A soft dawn breeze slipped through a half-open window and carried the smells of warm earth, summer dust, and pine resin into the bedroom. An electrical clock next to a large but inornate bed displayed 6:30 in silvery ciphers but no alarm rang. Slowly the pastel blue duvet began to stir, lissom limbs appeared from beneath the cloth and pulled the blanket bit by bit from the black-clad torso. The woman sat up in the bed, yawned, and watched the sunbeams slipping between the half-closed shutters and splashing against the books on the overcrowded shelves, then stood up, stretched for a long moment, slipped out of her clothes, sauntered the few steps to the bathroom and stepped into the shower. The first droplets of tepid water pulled the last fibers of tiredness and sleepiness from her flesh and by the time she had turned off the water to lather her body a glacial clarity had seeped into her mind, and even the marrow in her bones felt suffused with a spectral wakefulness.

In the evening she was sitting in her white leather armchair, reading a book on the growth of witch cults during the decline of the Roman Empire, when a wave of drowsiness surged up in her muscles, marking the moment when she could still get a full night’s sleep and wake up amply rested at the exact minute she needed to get up. She put the book down, slipped out of her loose, woollen pullover, switched off the lights, lay down on her bed, and fell into a twisting dream of tangled woods.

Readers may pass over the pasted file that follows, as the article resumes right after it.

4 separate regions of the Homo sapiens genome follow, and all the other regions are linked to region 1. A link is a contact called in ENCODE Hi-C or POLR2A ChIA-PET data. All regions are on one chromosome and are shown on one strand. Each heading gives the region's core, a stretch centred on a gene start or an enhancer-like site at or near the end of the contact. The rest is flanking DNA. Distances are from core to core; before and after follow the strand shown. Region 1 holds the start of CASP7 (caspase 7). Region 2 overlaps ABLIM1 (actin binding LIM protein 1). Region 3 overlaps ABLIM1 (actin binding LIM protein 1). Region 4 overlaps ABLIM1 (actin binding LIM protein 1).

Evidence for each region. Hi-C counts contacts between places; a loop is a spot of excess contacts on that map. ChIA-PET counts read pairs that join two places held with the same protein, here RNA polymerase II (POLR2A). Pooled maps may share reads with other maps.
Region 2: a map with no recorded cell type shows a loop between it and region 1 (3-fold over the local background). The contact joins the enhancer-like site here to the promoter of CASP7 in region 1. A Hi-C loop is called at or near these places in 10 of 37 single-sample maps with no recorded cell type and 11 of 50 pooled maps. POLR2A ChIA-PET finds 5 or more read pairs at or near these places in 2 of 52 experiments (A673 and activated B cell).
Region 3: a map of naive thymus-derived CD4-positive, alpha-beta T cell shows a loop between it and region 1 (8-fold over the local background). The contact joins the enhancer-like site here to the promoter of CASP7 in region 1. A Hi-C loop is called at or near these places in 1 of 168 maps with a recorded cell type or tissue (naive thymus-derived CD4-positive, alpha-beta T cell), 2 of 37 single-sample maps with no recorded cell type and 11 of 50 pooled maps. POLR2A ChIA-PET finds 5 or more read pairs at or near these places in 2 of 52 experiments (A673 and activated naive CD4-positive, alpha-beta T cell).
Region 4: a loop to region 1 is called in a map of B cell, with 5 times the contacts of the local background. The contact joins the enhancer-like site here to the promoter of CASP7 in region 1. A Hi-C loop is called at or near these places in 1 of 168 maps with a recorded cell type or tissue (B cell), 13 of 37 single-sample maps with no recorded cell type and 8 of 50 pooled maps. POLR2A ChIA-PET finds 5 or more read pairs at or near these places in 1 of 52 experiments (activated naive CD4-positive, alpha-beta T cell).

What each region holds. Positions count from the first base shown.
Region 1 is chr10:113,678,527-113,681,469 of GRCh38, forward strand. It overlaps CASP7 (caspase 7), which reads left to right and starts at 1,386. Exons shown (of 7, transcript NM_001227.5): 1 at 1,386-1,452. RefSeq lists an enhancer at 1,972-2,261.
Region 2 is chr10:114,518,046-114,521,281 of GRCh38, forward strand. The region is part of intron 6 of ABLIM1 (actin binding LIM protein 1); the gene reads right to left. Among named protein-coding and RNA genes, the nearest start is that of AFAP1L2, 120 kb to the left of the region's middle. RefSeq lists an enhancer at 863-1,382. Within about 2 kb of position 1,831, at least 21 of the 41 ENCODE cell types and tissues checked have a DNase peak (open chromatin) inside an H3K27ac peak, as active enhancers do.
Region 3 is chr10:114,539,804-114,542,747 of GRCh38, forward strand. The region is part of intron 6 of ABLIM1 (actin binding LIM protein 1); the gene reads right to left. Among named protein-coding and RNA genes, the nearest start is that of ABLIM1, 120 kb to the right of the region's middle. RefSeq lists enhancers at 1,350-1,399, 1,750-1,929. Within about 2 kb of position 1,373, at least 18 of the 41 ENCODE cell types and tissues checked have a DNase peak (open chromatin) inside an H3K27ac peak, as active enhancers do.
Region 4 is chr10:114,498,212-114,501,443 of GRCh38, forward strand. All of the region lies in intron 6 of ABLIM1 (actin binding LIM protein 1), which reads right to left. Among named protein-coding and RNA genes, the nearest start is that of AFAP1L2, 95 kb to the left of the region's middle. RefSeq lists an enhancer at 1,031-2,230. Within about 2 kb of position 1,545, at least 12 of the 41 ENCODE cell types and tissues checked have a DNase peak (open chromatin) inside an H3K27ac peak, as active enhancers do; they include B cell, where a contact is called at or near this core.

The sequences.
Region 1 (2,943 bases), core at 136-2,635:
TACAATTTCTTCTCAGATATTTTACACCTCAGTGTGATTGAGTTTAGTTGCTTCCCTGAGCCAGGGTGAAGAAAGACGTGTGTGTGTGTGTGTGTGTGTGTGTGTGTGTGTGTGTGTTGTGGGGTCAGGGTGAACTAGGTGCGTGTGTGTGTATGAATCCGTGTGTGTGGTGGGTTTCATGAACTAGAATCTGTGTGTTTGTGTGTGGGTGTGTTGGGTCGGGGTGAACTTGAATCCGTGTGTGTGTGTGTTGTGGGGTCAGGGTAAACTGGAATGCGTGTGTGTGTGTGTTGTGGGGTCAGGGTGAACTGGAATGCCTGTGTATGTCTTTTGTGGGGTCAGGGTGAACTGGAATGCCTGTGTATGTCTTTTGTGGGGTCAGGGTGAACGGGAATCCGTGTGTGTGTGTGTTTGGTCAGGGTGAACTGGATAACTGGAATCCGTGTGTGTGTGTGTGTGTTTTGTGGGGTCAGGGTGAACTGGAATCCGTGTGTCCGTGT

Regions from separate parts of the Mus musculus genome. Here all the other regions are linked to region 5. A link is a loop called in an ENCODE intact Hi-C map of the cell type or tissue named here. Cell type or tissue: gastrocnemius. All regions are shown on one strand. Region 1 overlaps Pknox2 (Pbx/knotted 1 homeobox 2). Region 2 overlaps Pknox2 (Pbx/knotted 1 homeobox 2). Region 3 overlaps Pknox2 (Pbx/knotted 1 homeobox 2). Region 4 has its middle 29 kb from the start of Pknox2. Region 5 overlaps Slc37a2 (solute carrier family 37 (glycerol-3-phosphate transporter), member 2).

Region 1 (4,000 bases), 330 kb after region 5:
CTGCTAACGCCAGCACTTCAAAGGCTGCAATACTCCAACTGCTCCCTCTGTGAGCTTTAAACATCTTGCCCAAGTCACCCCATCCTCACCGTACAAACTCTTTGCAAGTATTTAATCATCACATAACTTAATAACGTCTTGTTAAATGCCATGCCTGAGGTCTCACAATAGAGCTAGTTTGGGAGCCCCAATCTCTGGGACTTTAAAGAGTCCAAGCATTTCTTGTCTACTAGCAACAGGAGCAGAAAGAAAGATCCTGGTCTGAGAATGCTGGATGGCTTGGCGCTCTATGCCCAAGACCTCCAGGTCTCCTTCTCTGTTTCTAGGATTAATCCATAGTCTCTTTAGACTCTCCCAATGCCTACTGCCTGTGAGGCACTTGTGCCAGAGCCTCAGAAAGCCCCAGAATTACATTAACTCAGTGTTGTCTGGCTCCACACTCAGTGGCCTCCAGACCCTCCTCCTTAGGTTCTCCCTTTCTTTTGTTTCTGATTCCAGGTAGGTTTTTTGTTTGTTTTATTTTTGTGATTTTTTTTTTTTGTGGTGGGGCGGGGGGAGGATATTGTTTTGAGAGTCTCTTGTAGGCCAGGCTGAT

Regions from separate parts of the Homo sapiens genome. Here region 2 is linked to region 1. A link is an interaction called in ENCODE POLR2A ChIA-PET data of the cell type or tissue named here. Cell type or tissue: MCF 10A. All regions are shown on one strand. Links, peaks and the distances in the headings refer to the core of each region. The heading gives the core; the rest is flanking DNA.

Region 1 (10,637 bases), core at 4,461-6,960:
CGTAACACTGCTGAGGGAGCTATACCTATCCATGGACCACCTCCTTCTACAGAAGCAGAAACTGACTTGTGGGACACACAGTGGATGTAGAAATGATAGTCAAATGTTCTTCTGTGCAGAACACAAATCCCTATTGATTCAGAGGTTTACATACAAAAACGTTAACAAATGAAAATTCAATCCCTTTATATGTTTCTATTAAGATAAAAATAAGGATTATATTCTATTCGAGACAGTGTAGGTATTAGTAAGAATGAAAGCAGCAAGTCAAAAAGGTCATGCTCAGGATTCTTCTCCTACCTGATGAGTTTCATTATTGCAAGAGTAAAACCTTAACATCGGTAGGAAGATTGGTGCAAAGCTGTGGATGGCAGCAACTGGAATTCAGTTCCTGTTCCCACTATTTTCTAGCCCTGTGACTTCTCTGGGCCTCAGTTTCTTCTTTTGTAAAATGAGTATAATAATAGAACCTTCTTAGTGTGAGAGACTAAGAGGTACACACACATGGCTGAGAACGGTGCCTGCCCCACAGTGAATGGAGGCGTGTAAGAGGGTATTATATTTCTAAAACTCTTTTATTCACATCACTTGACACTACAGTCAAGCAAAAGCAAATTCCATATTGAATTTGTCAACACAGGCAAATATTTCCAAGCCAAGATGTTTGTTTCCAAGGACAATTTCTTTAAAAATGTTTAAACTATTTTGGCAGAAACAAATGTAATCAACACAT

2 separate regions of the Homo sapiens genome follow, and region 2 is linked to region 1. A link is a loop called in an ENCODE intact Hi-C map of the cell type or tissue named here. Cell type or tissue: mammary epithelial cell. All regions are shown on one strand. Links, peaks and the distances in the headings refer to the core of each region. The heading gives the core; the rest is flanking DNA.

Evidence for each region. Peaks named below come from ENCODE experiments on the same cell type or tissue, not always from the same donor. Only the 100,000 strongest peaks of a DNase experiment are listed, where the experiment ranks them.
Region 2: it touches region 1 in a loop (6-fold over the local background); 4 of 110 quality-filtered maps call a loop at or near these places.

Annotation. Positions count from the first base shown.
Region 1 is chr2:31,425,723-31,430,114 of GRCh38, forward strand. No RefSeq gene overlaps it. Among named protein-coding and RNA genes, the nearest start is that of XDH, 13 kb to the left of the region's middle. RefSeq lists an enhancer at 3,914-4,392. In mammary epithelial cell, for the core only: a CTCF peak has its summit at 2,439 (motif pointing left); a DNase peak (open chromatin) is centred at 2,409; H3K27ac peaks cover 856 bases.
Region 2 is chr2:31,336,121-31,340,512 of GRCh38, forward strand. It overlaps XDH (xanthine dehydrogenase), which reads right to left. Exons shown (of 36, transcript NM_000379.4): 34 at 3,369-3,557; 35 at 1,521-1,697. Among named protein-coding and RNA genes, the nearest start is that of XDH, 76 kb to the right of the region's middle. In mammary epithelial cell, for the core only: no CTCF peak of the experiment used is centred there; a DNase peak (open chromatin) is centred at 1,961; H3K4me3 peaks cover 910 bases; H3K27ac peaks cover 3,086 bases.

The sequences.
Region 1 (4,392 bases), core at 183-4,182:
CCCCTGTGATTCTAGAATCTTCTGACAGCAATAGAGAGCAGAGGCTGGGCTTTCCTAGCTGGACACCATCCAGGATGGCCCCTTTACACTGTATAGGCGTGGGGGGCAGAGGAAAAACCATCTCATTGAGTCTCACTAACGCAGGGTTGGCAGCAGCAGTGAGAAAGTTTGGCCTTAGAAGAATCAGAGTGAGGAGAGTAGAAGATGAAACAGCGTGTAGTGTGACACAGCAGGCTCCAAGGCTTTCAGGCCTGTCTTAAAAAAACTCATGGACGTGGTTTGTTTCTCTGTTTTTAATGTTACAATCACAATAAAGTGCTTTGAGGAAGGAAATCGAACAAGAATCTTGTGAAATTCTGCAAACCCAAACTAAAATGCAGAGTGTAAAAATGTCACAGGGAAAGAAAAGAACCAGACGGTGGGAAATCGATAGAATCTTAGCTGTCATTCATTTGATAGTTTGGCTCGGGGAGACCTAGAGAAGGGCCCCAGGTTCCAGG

A slim woman was standing naked in her bedroom, only her shoulders were covered by a carmine towel with which she had dried herself off after a long shower. The first light of dawn was dripping from her skin. In a few minutes she would have to get dressed, eat a quick breakfast of fried eggs and fresh strawberries, then leave for work, but first she had to sleep backwards through the night, and sleep late into the evening, before she could start her morning, so she threw the towel over the hallstand, put on her pyjama, and huddled under the covers of her bed.

At one in the morning she woke up, due to a noise which had already dissipated and whose nature she couldn’t remember. She looked at the faintly glowing numerals on her clock, and knew that if she were to go to bed now, she’d be very tired in the morning, so she lay back down and quickly fell asleep again.

The previous evening she awoke in a twilight room whose deep darkness was only broken by her clock and the shimmer of city lights oozing through the roller shutters. She lingered in her bed for a while, then got up, letting her past self listen to an old recording of Messiaen’s Petites esquisses d’oiseaux and read a book she had been studying for the past few evenings, while she stepped into the morning, smelling a budding summer day’s fragrance.